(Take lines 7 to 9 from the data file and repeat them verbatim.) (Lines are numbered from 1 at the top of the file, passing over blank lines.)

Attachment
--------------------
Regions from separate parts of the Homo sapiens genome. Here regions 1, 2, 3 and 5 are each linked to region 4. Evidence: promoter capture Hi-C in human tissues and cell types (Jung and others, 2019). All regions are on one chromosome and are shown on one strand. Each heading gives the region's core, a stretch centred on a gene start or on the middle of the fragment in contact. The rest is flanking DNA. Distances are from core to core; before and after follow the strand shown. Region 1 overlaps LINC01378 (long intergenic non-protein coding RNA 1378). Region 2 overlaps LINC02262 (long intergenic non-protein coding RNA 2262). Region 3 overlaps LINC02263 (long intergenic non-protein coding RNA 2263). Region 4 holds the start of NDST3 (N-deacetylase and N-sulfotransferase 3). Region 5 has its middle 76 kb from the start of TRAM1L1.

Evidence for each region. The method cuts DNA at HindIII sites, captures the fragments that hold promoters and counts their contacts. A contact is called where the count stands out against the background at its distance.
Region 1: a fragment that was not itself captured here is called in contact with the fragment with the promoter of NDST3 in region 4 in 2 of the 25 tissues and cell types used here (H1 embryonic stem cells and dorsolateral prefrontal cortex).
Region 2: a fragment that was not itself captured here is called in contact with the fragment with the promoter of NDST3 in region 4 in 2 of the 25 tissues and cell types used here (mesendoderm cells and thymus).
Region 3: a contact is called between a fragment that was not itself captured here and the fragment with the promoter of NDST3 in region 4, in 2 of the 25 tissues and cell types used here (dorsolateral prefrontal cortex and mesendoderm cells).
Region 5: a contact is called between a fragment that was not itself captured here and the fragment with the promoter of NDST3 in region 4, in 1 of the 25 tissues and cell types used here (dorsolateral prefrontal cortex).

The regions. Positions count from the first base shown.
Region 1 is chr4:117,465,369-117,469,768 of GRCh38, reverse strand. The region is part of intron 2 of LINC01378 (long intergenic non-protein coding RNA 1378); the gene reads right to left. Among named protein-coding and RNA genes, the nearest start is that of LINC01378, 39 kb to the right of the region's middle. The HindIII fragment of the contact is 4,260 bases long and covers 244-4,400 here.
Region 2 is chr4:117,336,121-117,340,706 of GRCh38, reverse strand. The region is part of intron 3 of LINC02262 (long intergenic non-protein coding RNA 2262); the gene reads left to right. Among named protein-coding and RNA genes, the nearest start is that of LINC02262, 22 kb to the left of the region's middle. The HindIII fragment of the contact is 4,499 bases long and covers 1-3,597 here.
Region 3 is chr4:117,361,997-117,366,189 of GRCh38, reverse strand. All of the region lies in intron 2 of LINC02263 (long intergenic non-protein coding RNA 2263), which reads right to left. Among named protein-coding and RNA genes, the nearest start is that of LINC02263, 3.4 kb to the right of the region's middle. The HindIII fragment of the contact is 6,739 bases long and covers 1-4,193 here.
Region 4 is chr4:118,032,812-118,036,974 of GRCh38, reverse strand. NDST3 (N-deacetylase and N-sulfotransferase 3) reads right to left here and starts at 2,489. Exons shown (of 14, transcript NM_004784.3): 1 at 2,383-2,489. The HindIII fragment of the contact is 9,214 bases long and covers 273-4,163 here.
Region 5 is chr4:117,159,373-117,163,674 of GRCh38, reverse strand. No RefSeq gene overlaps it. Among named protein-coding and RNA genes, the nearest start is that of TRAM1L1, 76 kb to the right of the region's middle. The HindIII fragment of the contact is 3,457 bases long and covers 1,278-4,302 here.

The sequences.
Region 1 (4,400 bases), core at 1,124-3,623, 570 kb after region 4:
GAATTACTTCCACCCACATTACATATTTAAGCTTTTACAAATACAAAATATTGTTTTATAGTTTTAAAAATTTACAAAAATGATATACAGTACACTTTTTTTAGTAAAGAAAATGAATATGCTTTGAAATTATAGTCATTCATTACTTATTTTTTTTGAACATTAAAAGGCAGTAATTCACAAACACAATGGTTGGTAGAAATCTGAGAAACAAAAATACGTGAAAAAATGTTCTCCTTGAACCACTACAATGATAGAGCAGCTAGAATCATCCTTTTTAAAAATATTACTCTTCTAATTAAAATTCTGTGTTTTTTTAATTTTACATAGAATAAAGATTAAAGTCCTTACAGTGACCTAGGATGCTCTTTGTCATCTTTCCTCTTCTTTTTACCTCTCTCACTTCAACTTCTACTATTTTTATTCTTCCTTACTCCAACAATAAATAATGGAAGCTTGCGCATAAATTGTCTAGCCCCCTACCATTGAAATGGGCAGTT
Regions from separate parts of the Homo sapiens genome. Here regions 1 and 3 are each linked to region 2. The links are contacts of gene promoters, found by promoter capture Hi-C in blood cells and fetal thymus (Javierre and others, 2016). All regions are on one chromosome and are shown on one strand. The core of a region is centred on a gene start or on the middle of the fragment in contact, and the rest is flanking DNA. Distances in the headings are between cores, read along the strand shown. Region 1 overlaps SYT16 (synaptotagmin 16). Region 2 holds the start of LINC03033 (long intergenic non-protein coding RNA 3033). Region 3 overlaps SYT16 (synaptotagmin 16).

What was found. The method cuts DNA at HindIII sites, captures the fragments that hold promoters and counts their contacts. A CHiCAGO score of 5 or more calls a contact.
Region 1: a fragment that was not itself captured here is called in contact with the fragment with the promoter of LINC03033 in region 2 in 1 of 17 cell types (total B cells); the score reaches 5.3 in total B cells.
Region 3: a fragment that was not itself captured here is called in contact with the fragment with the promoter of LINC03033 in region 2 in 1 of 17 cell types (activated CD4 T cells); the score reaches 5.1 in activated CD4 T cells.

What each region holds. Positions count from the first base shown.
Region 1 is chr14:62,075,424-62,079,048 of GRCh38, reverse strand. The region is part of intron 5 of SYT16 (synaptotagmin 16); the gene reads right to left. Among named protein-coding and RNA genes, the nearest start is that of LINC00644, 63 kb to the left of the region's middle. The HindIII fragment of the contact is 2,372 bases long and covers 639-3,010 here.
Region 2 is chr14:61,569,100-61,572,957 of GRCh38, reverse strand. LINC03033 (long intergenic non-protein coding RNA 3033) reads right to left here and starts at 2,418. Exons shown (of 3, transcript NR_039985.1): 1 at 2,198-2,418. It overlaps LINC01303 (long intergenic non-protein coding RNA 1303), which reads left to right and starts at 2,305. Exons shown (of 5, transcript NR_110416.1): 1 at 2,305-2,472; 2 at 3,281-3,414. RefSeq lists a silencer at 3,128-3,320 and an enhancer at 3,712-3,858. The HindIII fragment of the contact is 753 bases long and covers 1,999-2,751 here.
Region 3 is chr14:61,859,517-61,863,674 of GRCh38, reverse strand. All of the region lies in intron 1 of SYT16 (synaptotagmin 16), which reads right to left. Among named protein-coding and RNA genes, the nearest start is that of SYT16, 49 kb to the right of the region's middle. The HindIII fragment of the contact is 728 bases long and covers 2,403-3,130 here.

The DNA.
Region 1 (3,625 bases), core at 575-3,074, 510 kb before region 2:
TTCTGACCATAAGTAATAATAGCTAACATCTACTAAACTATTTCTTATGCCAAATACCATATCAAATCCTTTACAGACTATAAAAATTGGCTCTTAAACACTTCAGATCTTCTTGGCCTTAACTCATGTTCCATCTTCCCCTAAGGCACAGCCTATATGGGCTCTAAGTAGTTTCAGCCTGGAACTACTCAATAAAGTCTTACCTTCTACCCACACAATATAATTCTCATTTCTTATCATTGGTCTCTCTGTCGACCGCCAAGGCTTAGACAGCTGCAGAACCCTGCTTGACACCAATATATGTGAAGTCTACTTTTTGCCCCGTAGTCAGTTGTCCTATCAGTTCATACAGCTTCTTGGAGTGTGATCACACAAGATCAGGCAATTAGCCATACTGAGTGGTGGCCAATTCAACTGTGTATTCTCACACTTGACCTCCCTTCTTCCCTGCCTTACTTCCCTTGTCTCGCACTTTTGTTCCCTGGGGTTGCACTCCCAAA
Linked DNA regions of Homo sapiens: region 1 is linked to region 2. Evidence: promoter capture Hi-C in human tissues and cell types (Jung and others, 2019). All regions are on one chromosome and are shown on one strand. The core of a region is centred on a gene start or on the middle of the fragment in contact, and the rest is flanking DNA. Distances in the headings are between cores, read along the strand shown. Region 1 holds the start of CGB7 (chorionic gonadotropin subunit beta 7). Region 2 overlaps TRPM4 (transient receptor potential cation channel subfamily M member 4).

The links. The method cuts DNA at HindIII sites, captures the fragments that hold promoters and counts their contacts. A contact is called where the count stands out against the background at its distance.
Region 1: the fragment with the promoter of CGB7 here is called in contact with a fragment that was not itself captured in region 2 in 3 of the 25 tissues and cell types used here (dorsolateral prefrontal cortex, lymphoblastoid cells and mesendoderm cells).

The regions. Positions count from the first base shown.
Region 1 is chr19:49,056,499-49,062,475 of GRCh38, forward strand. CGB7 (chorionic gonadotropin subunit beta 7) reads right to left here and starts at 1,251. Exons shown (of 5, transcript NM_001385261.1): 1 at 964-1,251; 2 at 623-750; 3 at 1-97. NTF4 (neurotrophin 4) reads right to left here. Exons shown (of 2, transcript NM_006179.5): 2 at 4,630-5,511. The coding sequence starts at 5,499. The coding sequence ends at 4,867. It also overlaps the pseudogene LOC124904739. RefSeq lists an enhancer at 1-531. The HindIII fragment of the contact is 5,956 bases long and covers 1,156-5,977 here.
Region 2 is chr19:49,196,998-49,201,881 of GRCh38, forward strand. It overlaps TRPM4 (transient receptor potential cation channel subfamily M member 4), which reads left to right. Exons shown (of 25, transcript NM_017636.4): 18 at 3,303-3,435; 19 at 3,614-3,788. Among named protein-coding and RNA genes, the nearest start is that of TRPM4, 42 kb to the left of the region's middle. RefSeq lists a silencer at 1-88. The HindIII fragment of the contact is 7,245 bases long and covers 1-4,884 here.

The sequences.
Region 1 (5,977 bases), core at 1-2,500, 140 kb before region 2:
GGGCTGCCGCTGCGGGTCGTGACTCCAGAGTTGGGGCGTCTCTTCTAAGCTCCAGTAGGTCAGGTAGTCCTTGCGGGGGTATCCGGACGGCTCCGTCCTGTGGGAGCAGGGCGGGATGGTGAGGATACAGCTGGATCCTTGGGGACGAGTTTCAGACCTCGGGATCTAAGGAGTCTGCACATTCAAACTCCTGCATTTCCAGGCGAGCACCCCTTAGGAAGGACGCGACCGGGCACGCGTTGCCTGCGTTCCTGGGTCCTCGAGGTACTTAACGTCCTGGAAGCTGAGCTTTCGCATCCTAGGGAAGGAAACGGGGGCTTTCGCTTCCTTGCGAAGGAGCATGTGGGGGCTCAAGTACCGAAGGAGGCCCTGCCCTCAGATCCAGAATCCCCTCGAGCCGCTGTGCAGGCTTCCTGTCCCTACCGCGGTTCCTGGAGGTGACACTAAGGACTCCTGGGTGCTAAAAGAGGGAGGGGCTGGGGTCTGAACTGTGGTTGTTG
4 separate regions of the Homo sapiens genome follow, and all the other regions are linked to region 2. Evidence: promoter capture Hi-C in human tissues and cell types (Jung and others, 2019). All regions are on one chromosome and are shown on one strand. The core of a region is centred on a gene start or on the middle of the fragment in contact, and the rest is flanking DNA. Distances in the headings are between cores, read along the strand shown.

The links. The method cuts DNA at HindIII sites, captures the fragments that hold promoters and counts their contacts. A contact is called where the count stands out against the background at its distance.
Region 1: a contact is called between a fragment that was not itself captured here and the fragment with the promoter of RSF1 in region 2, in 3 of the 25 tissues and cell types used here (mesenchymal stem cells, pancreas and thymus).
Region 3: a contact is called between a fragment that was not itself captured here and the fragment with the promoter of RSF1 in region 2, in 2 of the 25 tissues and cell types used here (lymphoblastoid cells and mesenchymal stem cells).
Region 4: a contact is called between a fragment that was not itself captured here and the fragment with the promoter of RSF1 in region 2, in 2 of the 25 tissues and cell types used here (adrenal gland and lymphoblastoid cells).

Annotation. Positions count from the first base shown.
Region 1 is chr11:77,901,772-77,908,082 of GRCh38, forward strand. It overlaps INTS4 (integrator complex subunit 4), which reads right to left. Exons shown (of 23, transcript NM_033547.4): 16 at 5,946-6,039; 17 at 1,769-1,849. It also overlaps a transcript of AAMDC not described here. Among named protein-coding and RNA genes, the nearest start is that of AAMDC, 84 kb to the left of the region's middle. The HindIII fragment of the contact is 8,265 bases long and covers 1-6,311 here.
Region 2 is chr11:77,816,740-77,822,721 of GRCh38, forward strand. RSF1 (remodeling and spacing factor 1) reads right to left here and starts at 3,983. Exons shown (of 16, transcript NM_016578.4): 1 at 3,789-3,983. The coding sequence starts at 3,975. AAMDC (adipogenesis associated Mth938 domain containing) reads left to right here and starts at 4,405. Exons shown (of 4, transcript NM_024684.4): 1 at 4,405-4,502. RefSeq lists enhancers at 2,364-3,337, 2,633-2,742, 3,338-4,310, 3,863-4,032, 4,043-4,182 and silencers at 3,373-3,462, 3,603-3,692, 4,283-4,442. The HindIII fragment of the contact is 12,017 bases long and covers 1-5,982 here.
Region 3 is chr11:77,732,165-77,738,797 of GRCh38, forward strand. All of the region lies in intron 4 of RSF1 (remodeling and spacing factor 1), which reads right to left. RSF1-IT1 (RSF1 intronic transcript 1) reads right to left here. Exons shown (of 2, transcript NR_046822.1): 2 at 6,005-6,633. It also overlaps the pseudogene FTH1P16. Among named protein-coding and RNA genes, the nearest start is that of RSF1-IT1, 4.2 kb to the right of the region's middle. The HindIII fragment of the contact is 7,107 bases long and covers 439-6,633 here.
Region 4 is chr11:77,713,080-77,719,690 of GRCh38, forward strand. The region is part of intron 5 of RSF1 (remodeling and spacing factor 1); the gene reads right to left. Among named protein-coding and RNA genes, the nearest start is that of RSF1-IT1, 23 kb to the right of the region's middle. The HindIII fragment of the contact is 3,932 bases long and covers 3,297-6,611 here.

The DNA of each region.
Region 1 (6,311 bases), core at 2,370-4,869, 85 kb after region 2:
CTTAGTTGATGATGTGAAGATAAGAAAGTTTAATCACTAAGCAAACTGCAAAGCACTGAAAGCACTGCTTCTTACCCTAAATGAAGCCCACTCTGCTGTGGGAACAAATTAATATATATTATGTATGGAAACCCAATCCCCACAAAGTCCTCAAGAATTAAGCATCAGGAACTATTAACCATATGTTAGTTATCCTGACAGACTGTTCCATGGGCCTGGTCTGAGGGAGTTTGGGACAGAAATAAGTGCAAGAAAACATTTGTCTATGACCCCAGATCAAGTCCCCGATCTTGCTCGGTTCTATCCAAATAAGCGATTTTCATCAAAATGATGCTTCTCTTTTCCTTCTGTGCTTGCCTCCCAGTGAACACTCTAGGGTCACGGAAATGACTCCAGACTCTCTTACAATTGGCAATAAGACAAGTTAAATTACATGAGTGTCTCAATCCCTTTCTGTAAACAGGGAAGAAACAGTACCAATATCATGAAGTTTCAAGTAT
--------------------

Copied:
The regions. Positions count from the first base shown.
Region 1 is chr4:117,465,369-117,469,768 of GRCh38, reverse strand. The region is part of intron 2 of LINC01378 (long intergenic non-protein coding RNA 1378); the gene reads right to left. Among named protein-coding and RNA genes, the nearest start is that of LINC01378, 39 kb to the right of the region's middle. The HindIII fragment of the contact is 4,260 bases long and covers 244-4,400 here.
Region 2 is chr4:117,336,121-117,340,706 of GRCh38, reverse strand. The region is part of intron 3 of LINC02262 (long intergenic non-protein coding RNA 2262); the gene reads left to right. Among named protein-coding and RNA genes, the nearest start is that of LINC02262, 22 kb to the left of the region's middle. The HindIII fragment of the contact is 4,499 bases long and covers 1-3,597 here.